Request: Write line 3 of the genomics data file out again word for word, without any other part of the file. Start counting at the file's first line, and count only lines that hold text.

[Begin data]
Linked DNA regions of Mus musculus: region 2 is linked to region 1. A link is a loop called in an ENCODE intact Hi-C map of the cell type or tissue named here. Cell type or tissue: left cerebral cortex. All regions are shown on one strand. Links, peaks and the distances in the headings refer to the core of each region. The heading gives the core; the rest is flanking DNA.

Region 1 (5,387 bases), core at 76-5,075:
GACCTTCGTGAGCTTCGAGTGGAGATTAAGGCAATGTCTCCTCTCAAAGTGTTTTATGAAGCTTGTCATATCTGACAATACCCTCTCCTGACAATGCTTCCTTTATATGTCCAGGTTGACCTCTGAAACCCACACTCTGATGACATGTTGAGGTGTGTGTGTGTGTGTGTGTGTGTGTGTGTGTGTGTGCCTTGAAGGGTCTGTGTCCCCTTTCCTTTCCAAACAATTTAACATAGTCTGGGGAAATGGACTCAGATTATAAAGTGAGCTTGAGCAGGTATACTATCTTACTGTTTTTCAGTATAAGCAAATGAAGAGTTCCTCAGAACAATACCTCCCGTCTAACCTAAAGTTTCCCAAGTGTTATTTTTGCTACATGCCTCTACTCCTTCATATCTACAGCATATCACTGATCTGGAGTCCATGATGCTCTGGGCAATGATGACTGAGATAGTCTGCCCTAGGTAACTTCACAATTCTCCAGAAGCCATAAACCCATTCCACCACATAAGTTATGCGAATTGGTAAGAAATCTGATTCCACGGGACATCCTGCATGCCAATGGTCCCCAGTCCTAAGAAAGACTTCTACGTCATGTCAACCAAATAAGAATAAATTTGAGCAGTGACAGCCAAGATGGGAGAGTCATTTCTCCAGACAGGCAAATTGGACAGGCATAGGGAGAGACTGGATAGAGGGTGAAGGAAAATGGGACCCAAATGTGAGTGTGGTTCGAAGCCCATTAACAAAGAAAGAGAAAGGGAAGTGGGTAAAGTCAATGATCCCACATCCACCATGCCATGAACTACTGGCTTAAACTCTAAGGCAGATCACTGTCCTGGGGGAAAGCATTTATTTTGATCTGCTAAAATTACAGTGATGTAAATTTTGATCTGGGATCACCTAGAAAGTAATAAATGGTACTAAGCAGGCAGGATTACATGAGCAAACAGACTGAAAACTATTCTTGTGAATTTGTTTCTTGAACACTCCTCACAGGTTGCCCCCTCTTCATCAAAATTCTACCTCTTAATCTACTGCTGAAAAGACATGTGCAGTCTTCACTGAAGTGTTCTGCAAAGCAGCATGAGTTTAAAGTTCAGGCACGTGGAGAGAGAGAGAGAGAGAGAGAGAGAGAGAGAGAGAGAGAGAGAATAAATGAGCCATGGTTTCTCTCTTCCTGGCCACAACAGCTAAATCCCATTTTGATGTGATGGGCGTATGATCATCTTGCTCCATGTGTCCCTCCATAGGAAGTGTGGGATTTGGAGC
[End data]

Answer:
GACCTTCGTGAGCTTCGAGTGGAGATTAAGGCAATGTCTCCTCTCAAAGTGTTTTATGAAGCTTGTCATATCTGACAATACCCTCTCCTGACAATGCTTCCTTTATATGTCCAGGTTGACCTCTGAAACCCACACTCTGATGACATGTTGAGGTGTGTGTGTGTGTGTGTGTGTGTGTGTGTGTGTGTGCCTTGAAGGGTCTGTGTCCCCTTTCCTTTCCAAACAATTTAACATAGTCTGGGGAAATGGACTCAGATTATAAAGTGAGCTTGAGCAGGTATACTATCTTACTGTTTTTCAGTATAAGCAAATGAAGAGTTCCTCAGAACAATACCTCCCGTCTAACCTAAAGTTTCCCAAGTGTTATTTTTGCTACATGCCTCTACTCCTTCATATCTACAGCATATCACTGATCTGGAGTCCATGATGCTCTGGGCAATGATGACTGAGATAGTCTGCCCTAGGTAACTTCACAATTCTCCAGAAGCCATAAACCCATTCCACCACATAAGTTATGCGAATTGGTAAGAAATCTGATTCCACGGGACATCCTGCATGCCAATGGTCCCCAGTCCTAAGAAAGACTTCTACGTCATGTCAACCAAATAAGAATAAATTTGAGCAGTGACAGCCAAGATGGGAGAGTCATTTCTCCAGACAGGCAAATTGGACAGGCATAGGGAGAGACTGGATAGAGGGTGAAGGAAAATGGGACCCAAATGTGAGTGTGGTTCGAAGCCCATTAACAAAGAAAGAGAAAGGGAAGTGGGTAAAGTCAATGATCCCACATCCACCATGCCATGAACTACTGGCTTAAACTCTAAGGCAGATCACTGTCCTGGGGGAAAGCATTTATTTTGATCTGCTAAAATTACAGTGATGTAAATTTTGATCTGGGATCACCTAGAAAGTAATAAATGGTACTAAGCAGGCAGGATTACATGAGCAAACAGACTGAAAACTATTCTTGTGAATTTGTTTCTTGAACACTCCTCACAGGTTGCCCCCTCTTCATCAAAATTCTACCTCTTAATCTACTGCTGAAAAGACATGTGCAGTCTTCACTGAAGTGTTCTGCAAAGCAGCATGAGTTTAAAGTTCAGGCACGTGGAGAGAGAGAGAGAGAGAGAGAGAGAGAGAGAGAGAGAGAGAGAATAAATGAGCCATGGTTTCTCTCTTCCTGGCCACAACAGCTAAATCCCATTTTGATGTGATGGGCGTATGATCATCTTGCTCCATGTGTCCCTCCATAGGAAGTGTGGGATTTGGAGC